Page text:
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Obsessive-Compulsive Disorder

Osterhout Berger Disability Law > Disabling Conditions > Obsessive-Compulsive Disorder

For a doctor to diagnose a patient with Obsessive-Compulsive Disorder (OCD), it must be clear that the patient can’t control his or her worries, anxieties, or urges. Patients with OCD often do not know the severity of their condition until it is either too late to treat, or because they ignore the problems, deal with them as minor inconveniences, and in many case simply don’t realize what is happening (even after it is explained to them). But we want you to know that having OCD can impair your ability to concentrate, or communicate with those around you. In which case, this would prevent you from being able to work at a reasonable level.

OCD, as defined by the Obsessive Compulsive Foundation, is when worries, doubts or superstitious beliefs become excessive. Examples such as washing your hands for hours at a time, or driving around the block over and over again to make sure an accident didn’t happen can help in understanding the meaning of “excessive”. Quite simply, OCD is a condition in which your brain cannot let go of a certain thought, and therefore, it makes the patient overly anxious or worried about even the most menial aspects of daily life.

Since patients with OCD may either by obsessive and/or compulsive, it is imperative that the patient tries to understand their consistent battles with themselves. For instance, an ‘obsessive’ patient may think about germs too often, or needing to have things stay the same, or a strong desire to confess to others. On the other hand, a ‘compulsive’ patient may wash too often, check on things far more than normal, or count repeatedly to keep track of something. Some patients are both obsessive and compulsive.

The cause of this disorder is unknown, but so far no evidence has been shown that links OCD with an inherited gene. Having OCD is not a patient’s fault at all, and we want you to sincerely believe and understand this, because we know how tragic this can be for someone.

Fortunately for OCD patients, there is a successful treatment in cognitive therapy which helps patients greatly, with long-term benefits. As mentioned earlier, OCD is not curable, but it is manageable. We want to assure you, however, that even if not completely curable, that the therapy for OCD is a very good way to combat this illness. Although we will help you in any way we can if you ask for our help in your case, we want to encourage you to help yourself as well, by trying out the available therapy for OCD patients. This way, we will be able to use your doctors and/or therapists’ as credible sources of information, as well as witnesses for your case, and make it more likely for you to get the benefits you deserve.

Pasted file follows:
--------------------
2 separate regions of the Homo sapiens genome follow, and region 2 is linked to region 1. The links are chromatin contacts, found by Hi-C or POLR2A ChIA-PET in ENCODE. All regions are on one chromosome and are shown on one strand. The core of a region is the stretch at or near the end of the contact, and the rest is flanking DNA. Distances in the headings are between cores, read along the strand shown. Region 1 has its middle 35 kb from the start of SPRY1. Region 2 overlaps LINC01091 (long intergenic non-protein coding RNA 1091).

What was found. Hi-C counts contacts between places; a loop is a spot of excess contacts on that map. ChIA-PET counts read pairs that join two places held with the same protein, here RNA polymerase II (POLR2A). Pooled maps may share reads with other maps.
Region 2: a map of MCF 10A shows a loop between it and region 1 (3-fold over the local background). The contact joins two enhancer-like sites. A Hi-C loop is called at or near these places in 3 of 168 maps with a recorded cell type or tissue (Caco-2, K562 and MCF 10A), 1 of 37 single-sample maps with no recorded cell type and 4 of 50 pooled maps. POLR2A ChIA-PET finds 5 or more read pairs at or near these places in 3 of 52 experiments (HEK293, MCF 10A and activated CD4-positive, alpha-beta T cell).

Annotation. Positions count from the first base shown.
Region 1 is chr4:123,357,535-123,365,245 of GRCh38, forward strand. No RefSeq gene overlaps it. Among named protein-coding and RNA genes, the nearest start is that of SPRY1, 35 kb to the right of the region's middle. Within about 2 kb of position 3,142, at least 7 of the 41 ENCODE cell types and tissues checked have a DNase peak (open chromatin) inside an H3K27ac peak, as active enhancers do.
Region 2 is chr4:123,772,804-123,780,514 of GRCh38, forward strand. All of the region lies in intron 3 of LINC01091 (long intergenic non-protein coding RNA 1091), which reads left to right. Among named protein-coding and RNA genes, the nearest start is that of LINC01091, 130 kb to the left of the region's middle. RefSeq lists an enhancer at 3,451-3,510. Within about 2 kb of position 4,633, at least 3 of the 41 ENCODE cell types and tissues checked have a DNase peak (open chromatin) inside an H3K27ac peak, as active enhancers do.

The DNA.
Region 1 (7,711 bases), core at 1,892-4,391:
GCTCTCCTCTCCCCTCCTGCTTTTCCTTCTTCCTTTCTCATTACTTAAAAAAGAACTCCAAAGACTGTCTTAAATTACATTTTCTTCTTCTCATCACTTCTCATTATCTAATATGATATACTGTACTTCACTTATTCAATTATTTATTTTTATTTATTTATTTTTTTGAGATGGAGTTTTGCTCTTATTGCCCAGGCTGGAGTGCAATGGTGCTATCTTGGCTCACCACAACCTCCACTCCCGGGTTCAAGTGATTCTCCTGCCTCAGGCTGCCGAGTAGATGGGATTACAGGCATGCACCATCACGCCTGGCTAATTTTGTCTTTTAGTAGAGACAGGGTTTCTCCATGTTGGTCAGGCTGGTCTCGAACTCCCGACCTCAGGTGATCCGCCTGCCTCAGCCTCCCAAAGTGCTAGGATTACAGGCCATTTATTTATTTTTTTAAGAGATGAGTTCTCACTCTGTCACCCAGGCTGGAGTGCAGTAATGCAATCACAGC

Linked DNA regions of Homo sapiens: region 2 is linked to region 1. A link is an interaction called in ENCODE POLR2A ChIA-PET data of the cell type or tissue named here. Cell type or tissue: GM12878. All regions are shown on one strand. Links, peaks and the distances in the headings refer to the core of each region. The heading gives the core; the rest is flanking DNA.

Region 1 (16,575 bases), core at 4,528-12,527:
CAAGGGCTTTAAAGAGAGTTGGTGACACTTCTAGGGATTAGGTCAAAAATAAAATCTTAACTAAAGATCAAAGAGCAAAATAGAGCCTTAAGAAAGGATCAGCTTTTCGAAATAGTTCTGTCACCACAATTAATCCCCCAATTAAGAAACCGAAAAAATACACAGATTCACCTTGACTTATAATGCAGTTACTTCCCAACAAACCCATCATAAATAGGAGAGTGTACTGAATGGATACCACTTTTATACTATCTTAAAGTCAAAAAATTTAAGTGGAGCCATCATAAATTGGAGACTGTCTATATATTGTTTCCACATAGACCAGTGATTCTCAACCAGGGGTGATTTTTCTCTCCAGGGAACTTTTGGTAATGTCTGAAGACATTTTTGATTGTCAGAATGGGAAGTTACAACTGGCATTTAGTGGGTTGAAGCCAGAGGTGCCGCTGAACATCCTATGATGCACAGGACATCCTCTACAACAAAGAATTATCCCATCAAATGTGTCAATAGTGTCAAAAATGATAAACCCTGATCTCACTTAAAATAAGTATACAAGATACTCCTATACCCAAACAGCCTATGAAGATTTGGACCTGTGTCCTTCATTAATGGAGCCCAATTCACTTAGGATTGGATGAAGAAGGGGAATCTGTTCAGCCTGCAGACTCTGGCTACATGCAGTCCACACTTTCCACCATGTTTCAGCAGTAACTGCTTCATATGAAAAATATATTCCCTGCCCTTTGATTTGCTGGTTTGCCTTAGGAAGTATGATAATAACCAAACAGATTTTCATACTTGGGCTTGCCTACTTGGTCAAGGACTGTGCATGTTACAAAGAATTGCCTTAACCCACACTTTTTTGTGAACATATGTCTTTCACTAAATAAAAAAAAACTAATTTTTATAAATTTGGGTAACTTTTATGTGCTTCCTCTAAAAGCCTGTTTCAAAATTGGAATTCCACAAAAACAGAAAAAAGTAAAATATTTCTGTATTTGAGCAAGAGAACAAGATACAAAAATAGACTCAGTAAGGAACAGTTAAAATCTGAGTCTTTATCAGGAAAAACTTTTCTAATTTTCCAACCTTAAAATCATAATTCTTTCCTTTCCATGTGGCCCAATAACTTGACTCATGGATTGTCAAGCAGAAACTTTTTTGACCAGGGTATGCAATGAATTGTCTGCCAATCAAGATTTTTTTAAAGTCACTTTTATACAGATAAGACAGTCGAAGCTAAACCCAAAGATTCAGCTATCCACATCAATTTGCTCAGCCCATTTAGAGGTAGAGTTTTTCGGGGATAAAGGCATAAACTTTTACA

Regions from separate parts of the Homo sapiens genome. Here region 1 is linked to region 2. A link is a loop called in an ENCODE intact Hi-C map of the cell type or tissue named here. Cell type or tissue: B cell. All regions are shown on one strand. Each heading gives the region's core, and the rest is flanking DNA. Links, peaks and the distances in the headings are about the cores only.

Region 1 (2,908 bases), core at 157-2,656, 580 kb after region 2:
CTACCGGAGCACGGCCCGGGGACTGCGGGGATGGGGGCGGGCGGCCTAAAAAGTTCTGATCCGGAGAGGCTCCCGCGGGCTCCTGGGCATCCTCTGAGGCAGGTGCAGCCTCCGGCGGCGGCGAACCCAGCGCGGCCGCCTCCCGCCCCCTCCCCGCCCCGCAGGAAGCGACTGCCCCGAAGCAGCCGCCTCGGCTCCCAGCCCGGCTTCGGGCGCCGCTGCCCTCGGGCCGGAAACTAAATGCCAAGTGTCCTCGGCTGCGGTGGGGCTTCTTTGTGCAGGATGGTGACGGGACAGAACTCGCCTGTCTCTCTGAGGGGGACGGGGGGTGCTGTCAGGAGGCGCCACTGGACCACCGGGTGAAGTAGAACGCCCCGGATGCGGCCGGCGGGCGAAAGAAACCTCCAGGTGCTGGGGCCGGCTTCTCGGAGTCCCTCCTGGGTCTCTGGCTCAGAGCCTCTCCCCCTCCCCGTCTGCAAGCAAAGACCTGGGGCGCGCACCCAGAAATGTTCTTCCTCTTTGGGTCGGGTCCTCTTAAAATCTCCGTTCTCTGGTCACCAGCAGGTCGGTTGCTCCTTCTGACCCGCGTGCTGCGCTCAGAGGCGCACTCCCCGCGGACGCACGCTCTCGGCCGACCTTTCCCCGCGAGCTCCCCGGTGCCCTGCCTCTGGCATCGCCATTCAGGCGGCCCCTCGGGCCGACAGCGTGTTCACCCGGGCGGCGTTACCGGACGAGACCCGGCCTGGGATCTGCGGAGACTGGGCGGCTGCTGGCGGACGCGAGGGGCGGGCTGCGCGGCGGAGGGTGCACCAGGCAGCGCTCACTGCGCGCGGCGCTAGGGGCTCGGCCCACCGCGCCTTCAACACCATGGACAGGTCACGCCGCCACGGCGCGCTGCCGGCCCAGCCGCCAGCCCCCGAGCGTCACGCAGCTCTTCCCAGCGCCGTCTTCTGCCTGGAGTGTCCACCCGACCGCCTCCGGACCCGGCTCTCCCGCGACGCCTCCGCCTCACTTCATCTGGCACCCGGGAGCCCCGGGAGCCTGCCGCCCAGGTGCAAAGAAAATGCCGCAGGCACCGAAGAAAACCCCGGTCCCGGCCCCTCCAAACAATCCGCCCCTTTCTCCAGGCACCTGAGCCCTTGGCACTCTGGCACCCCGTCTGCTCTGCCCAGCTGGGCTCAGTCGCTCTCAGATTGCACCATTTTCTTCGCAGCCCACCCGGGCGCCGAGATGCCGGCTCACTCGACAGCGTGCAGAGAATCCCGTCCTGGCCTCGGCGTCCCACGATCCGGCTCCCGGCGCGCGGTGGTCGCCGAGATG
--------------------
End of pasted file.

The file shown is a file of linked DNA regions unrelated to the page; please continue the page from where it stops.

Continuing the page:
Social Security defines “work” as an eight hour a day, five-day week endeavor. As in most Social Security Disability claims, the judge’s decision really boils down to whether or not he or she believes that you can perform the basic functions of work (concentrating, interacting appropriately with people encountered in the workplace, etc.). The fact that a claimant can only perform these basic functions sporadically, but not consistently, is the basis for the large majority of successful Social Security Disability claims.

We have represented many people with this disorder; what we have found is that clients who are truly unable to work and who participate in their care by following their doctors’ orders, and who are truly trying to get better but just cannot, are usually successful in their claim for Social Security disability benefits.

We hope this article has helped. You are more than welcome to call our office if you have any other inquiries, or concerns you’d like to discuss. Again, we want you to know that while having serious medical conditions may certainly be tough, we believe our clients are tougher. When we take a case it’s because we believe in you, and we will fight for you.

Some suggested articles for further reading:

1. http://www.ocfoundation.org/what-is-ocd.html

2. http://www.nimh.nih.gov/topics/ocd.shtml

3. http://www.barackobama.com/issues/healthcare/

4. http://www.barackobama.com/issues/disabilities/